A Quarrel of Sparrows
I couldn't imagine my garden without sparrows.
This cheeky bird, the House Sparrow (Passer domesticus) comes to my garden feeders and tables mob-handed, often in flocks 20 strong or more. Each day you'd swear they hadn't eaten in a week by the way they go at the feeders and the scraps on the ground, often stealing from under the beaks of rooks and magpies and squabbling amongst themselves for the tastiest morsels.
They are insect feeders during the breeding season and into the summer months though they revert to a traditional fare of grain and seeds come the autumn and winter, a hark back to the historic association with man and the farmed landscape. Originally, sparrows fed on grass seeds from winter to spring but farmers of the Levant selected many and planted them as crops. As cereal cultivation spread throughout the Middle East, into Europe and eventually to the island of Ireland, sparrows came too.
Common and widespread throughout Ireland, sparrows are found wherever buildings are present including abandoned cottages, farm buildings and the urban spaces of towns, villages and cities. They build their nests in cavities formed by missing masonry or holes, especially under eaves of buildings, but although regularly in the top 20, their numbers have declined in many areas in recent years (catastrophic in many cities across Europe in the late 80s and 90s) which is due to a decrease in insect species during breeding months but also a lack of nest sites. They will happily use nestboxes and you can build or buy special sparrow terrace to ensure that they can nest together.
Besides the assault on bird feeders everywhere sparrows will be found foraging on leaf-covered ground and beneath hedgerows, hopping and scratching, backwards and forwards. Turning over the leaves or soil with eyes and beak trained on the ground, ready to snatch up any newly exposed insects or grubs or fallen seeds; they use the same technique beneath bird feeders. Beside the provided food of seeds and peanuts they will also take all kinds of scraps from the bird table, nip off tree buds and search for spiders and insect larvae beneath the canopies of trees and shrubs.
A cautionary tale:
We all know that wildlife is being driven from the face of this planet by the depredations of people, reducing their habitat to increase our own for housing and infrastructure and agriculture and maybe creating future ecological imbalances of which we are unaware..
Few imbalances, however, can compare with the fate of the sparrow in China. In 1958, the then Chairman of the People’s Republic of China, launched a campaign called the “Great Leap Forward”, in which he designated 4 pests: rats, flies, mosquitoes and sparrows – because the first three transmitted disease and the last ate the valuable rice and grain harvest and, deciding that China could do without these pests, aimed for their total eradication.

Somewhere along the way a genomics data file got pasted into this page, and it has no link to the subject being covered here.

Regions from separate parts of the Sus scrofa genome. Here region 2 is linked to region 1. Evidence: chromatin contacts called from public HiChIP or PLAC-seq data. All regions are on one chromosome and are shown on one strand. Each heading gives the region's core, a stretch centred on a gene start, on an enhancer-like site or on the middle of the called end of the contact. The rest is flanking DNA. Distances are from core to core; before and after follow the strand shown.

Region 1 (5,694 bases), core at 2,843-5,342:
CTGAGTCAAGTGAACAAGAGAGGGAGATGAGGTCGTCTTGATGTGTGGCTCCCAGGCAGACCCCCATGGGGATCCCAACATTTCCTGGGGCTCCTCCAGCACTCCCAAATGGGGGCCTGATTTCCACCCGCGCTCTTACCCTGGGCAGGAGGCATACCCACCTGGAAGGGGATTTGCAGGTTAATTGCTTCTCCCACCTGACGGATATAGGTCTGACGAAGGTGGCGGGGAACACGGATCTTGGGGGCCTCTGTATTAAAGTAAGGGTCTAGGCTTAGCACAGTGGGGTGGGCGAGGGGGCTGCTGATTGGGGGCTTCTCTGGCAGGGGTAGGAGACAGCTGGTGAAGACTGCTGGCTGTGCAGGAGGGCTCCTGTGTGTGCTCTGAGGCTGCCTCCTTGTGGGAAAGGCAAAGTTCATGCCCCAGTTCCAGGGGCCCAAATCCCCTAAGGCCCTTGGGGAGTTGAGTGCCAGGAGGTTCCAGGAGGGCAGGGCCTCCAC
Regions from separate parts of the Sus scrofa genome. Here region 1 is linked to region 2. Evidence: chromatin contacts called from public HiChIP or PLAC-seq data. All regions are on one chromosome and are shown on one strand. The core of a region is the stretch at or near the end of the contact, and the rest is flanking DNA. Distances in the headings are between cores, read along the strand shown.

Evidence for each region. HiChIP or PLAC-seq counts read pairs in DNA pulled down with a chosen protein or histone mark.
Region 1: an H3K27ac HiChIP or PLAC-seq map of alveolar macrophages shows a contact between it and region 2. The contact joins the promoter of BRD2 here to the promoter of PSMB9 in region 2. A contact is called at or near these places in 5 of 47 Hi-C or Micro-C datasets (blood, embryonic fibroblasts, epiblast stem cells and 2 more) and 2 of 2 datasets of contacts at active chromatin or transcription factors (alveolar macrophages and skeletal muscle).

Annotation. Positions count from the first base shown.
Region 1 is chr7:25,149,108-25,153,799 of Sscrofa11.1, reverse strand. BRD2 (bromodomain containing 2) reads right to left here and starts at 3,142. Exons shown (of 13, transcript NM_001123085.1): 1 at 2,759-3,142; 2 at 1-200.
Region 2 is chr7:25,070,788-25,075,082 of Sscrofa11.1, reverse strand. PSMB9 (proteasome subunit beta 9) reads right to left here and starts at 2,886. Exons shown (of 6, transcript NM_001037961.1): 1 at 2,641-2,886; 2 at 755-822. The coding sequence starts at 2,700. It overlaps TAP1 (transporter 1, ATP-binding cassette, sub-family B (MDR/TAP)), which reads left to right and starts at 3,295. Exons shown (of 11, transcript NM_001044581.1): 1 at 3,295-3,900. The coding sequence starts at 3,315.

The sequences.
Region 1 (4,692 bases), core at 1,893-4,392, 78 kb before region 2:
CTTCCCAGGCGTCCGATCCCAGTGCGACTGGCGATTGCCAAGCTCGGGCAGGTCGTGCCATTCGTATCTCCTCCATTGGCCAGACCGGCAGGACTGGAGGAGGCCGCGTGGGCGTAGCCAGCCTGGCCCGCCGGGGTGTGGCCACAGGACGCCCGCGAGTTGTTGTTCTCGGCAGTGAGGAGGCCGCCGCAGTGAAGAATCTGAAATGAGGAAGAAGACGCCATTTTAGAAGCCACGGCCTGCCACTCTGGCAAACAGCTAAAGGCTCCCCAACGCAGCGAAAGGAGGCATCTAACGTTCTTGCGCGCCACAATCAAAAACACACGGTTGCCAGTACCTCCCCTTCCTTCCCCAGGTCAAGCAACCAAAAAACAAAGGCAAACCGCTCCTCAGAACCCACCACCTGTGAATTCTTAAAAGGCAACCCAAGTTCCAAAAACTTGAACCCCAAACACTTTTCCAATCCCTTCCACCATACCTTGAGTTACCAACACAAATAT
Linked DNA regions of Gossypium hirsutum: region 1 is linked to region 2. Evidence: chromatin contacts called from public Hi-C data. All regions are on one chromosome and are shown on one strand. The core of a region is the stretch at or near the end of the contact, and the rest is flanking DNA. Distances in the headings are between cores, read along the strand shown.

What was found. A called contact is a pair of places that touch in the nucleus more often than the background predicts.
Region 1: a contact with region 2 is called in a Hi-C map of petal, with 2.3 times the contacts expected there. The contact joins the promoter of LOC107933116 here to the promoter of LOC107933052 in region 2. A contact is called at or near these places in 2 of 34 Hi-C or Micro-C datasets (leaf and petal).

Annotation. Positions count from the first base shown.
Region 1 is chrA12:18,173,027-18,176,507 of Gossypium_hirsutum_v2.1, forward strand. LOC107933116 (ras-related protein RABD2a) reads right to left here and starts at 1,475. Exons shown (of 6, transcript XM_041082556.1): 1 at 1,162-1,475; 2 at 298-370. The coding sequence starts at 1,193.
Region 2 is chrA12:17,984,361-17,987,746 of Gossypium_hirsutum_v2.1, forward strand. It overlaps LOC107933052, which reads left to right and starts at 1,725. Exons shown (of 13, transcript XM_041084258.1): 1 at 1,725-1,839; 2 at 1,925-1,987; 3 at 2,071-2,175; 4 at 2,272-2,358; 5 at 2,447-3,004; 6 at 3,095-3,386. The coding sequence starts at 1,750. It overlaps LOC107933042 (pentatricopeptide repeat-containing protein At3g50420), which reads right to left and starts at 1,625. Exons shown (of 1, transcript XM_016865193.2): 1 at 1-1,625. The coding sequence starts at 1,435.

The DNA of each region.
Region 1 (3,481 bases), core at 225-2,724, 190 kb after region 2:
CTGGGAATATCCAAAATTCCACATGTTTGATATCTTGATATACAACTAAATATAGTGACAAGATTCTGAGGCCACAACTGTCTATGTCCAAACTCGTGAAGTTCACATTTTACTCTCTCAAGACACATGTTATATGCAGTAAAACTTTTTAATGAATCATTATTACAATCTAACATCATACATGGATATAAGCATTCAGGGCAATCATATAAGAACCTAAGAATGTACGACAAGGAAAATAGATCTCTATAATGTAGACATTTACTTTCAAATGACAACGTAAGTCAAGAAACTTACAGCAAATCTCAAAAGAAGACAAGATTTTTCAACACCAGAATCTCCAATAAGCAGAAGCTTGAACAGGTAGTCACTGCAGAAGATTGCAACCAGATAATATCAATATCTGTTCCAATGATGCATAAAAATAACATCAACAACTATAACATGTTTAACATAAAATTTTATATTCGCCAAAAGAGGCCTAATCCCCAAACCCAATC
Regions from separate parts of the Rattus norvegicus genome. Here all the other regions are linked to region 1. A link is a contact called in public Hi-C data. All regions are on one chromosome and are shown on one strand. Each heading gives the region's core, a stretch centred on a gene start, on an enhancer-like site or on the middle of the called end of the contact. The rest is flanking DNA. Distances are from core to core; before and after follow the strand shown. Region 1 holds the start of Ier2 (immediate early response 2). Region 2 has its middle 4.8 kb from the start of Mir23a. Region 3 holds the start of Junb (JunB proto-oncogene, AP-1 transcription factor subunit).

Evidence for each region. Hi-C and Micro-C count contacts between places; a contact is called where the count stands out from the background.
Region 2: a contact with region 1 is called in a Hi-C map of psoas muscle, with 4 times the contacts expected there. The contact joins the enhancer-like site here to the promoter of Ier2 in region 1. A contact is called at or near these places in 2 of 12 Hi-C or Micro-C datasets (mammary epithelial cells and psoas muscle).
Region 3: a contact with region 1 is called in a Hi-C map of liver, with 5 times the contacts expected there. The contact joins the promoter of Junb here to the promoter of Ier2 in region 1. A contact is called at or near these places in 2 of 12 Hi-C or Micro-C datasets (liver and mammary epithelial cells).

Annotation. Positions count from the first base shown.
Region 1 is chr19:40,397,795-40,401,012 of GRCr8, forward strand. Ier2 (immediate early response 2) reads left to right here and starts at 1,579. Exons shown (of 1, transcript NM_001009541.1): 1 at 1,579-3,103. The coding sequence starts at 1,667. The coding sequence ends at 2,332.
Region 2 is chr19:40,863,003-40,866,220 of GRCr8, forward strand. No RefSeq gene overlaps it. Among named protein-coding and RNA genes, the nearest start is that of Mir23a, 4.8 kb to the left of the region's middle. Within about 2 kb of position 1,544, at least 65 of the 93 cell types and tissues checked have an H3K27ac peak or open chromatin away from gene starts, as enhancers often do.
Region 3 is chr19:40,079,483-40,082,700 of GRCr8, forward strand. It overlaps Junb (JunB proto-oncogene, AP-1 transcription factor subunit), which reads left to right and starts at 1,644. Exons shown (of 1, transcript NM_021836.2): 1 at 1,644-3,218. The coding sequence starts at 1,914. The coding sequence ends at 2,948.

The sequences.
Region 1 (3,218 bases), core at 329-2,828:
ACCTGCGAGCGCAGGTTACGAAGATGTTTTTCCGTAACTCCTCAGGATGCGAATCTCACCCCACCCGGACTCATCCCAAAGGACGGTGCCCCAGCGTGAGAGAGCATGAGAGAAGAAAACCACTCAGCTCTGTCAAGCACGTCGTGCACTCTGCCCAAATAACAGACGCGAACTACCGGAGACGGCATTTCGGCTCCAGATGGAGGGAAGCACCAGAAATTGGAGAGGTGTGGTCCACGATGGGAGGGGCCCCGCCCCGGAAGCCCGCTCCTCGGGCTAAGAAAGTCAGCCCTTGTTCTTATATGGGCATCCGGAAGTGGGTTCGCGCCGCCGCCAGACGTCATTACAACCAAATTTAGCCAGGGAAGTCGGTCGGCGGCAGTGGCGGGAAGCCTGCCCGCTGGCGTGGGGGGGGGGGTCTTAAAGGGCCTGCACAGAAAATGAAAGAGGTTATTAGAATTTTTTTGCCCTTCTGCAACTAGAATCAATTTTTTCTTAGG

The people were encouraged, (by way of a bounty) to kill all the sparrows, chasing them into the air with noisy pots and cymbals and catching and killing those that became too tired and fell to the ground. Sparrow nests were destroyed, their eggs broken and the chicks killed. or they were simply shot out of the sky. It is estimated that some hundreds of millions of birds were said to have been exterminated in this campaign, it so depleted the sparrow population in China they were pushed to near extinction.
The impact of this ill-conceived decision to exterminate all sparrows upset the ecological balance and when, 3 years later, a severe plague of locusts came, which were normally kept in check by........yes, sparrows, there were not enough sparrows to cope with the outbreak and the locusts destroyed the rice and other grain crops. Although a drought was already causing problems in China at that time, the ecological imbalance caused by the absence of the locust's natural predators is credited with exacerbating the Great Chinese Famine, in which over 15 million people starved to death.
They removed sparrows from the list of pest species and the Chinese government eventually resorted to importing 250,000 sparrows from the Soviet Union to replenish their population.
Described as having dark brown upperparts with heavy dark streaking, a mix of chestnut and buff on the wings and grey underparts. The male has chocolate brown nape, dove-grey crown and large black bib while the female is much plainer with a buff eyestripe. They may not be considered the most colourful of birds but catch them in a certain position and their brown on brown markings are really pretty.
They are, besides the starlings, the most active and noisy birds in the garden, - they're not called a Quarrel of Sparrows for nothing. Sending out a series of continuous cheeps and chirps and tweets, repeated almost incessantly during the day and by males for much of the year, to announce his presence and to hopefully attract a female. They have a favourite perch here, a dense and spiny blackthorn, in which late in the day they gather for their version of socialising, a chattering, bickering conversation between them before the roost falls silent and they vanish into the dense cover for the night.
Photo credits: 1 - David Mitchell. 2 - B.. Burke. 3 - John Harding BTO. 4 - Tracy Lowery. 5 - Zhanghong. 6 - See-ming Lee. 7 - Darren Swim
A haven of quiet countryside highlighting issues affecting the natural world.